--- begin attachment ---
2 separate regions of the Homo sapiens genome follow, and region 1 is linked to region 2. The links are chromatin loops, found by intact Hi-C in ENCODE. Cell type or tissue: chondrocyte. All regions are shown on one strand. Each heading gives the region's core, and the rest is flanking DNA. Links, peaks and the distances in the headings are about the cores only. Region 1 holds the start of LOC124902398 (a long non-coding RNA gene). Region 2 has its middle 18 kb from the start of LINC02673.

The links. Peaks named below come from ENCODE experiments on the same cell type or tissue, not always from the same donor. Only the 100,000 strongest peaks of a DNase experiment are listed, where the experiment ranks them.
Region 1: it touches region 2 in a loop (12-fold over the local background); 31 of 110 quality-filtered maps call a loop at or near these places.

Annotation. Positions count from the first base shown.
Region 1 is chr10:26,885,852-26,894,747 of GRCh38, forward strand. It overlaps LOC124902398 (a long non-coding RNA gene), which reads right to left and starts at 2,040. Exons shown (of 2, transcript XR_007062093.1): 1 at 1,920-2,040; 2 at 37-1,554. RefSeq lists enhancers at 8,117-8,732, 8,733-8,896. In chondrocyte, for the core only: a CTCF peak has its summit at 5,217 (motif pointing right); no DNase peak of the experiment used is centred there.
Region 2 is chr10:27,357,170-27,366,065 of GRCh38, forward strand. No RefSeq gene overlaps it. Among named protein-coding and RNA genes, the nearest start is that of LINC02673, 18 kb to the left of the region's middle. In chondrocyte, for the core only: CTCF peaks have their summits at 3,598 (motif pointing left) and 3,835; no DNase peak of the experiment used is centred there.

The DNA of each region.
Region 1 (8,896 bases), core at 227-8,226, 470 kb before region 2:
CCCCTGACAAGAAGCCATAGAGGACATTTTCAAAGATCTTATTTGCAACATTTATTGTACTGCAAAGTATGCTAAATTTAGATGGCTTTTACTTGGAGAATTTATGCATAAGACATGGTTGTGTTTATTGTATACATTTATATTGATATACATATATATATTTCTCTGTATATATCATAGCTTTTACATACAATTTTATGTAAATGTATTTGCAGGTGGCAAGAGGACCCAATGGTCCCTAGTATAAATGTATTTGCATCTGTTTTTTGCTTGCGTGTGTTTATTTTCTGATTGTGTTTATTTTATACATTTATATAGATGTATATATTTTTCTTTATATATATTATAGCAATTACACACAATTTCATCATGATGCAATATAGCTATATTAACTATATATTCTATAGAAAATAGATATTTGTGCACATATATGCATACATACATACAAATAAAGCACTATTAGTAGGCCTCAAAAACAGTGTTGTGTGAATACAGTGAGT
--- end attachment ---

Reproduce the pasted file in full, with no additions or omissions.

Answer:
2 separate regions of the Homo sapiens genome follow, and region 1 is linked to region 2. The links are chromatin loops, found by intact Hi-C in ENCODE. Cell type or tissue: chondrocyte. All regions are shown on one strand. Each heading gives the region's core, and the rest is flanking DNA. Links, peaks and the distances in the headings are about the cores only. Region 1 holds the start of LOC124902398 (a long non-coding RNA gene). Region 2 has its middle 18 kb from the start of LINC02673.

The links. Peaks named below come from ENCODE experiments on the same cell type or tissue, not always from the same donor. Only the 100,000 strongest peaks of a DNase experiment are listed, where the experiment ranks them.
Region 1: it touches region 2 in a loop (12-fold over the local background); 31 of 110 quality-filtered maps call a loop at or near these places.

Annotation. Positions count from the first base shown.
Region 1 is chr10:26,885,852-26,894,747 of GRCh38, forward strand. It overlaps LOC124902398 (a long non-coding RNA gene), which reads right to left and starts at 2,040. Exons shown (of 2, transcript XR_007062093.1): 1 at 1,920-2,040; 2 at 37-1,554. RefSeq lists enhancers at 8,117-8,732, 8,733-8,896. In chondrocyte, for the core only: a CTCF peak has its summit at 5,217 (motif pointing right); no DNase peak of the experiment used is centred there.
Region 2 is chr10:27,357,170-27,366,065 of GRCh38, forward strand. No RefSeq gene overlaps it. Among named protein-coding and RNA genes, the nearest start is that of LINC02673, 18 kb to the left of the region's middle. In chondrocyte, for the core only: CTCF peaks have their summits at 3,598 (motif pointing left) and 3,835; no DNase peak of the experiment used is centred there.

The DNA of each region.
Region 1 (8,896 bases), core at 227-8,226, 470 kb before region 2:
CCCCTGACAAGAAGCCATAGAGGACATTTTCAAAGATCTTATTTGCAACATTTATTGTACTGCAAAGTATGCTAAATTTAGATGGCTTTTACTTGGAGAATTTATGCATAAGACATGGTTGTGTTTATTGTATACATTTATATTGATATACATATATATATTTCTCTGTATATATCATAGCTTTTACATACAATTTTATGTAAATGTATTTGCAGGTGGCAAGAGGACCCAATGGTCCCTAGTATAAATGTATTTGCATCTGTTTTTTGCTTGCGTGTGTTTATTTTCTGATTGTGTTTATTTTATACATTTATATAGATGTATATATTTTTCTTTATATATATTATAGCAATTACACACAATTTCATCATGATGCAATATAGCTATATTAACTATATATTCTATAGAAAATAGATATTTGTGCACATATATGCATACATACATACAAATAAAGCACTATTAGTAGGCCTCAAAAACAGTGTTGTGTGAATACAGTGAGT